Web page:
THIS STORY HAS BEEN FORMATTED FOR EASY PRINTING

Lobbyist says he never met McCain about TV sale delay

Accounts differ on discussions

Senator McCain has denied he did anything improper. Senator McCain has denied he did anything improper.
Email|Print| Text size + By Liz Sidoti
Associated Press / February 24, 2008

WASHINGTON - A former Paxson Communications president said yesterday that he never met with John McCain about the Arizona senator writing letters to the Federal Communications Commission regarding the regulatory delay of a Pittsburgh TV station sale.

Dean Goodman, who was in charge of the company's lobbying efforts in 1999, told the Associated Press that he also doubts that chief executive Lowell W. "Bud" Paxson met with McCain over the issue and said he doesn't recall such a meeting.

McCain's presidential campaign said the Arizona senator and then-chairman of the Senate Commerce Committee did not meet with Paxson or his lobbyist, Vicki Iseman, before sending the letters, which have drawn controversy in recent days.

But Paxson told The Washington Post in a story published yesterday that he and "probably" Iseman met with McCain on the matter several weeks before the senator sent the letters.

Goodman, who left the company a year and a half ago, took issue with that account in a telephone interview from West Palm Beach, Fla.

"I never met with or discussed this with Senator McCain," Goodman said. "I don't recall Bud meeting with McCain. It would be extremely rare that there would be a meeting that I didn't attend, and I can tell you that I didn't have a meeting with McCain on this issue."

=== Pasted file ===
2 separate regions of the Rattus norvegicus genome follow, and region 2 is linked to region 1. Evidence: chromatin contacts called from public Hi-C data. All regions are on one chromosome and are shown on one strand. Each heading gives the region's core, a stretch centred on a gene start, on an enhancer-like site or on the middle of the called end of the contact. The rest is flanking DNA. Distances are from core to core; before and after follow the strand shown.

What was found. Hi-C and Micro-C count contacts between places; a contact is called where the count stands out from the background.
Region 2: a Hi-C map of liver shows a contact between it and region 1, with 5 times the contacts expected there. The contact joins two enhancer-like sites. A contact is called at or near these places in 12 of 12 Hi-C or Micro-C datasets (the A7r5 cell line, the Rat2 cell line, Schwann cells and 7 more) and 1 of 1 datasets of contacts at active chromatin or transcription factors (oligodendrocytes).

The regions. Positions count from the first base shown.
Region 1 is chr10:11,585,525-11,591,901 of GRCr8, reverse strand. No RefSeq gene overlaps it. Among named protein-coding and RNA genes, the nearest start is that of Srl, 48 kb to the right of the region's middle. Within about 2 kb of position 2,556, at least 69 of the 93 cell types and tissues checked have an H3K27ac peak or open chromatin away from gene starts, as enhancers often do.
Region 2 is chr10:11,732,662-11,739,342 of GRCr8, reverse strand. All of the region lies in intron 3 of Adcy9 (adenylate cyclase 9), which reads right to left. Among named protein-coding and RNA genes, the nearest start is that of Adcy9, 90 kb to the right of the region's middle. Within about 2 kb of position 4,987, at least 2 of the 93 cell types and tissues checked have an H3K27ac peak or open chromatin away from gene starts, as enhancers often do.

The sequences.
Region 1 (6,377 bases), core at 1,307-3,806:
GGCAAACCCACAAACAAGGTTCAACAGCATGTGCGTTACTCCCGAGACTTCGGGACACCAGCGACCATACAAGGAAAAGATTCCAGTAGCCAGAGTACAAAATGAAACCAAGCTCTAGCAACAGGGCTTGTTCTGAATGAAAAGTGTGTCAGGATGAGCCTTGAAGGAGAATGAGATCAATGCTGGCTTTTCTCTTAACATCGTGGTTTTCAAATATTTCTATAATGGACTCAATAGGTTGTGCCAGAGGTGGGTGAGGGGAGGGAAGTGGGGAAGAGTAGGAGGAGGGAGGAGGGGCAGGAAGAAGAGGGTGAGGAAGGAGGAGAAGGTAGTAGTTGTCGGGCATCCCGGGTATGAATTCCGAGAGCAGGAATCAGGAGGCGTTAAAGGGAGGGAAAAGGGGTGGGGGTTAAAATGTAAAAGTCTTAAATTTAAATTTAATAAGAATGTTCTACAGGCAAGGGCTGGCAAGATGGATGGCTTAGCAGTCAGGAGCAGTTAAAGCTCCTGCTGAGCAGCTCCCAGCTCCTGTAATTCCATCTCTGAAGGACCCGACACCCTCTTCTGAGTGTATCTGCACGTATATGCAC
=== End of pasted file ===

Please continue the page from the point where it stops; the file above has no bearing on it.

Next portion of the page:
"Whether Bud discussed it with him or not, via some other mechanism, I can't rule it out," Goodman added. But, he said, "I don't think there was a meeting."

Efforts to reach Paxson and Iseman were not successful.

McCain, the likely Republican presidential nominee who routinely rails against the influence of lobbyists and special interests, was forced to address suggestions Thursday in news reports that he had an inappropriate relationship with Iseman and advanced the interests of her clients, including Paxson Communications. McCain has denied he did anything improper.

Among the issues raised in The New York Times and the Post were two letters McCain wrote in late 1999 to the FCC on behalf of Florida-based Paxson Communications - which had paid Iseman as its lobbyist - urging quick consideration of a proposal to buy a television station license in Pittsburgh.

At the time, Paxson was also a contributor to McCain's 2000 presidential campaign.

McCain did not urge the FCC commissioners to approve the proposal, but he asked for speedy consideration of the deal, which was pending from two years earlier. In an unusual response, then-FCC Chairman William Kennard complained that McCain's request "comes at a sensitive time in the deliberative process" and "could have procedural and substantive impacts on the commission's deliberations and, thus, on the due process rights of the parties."

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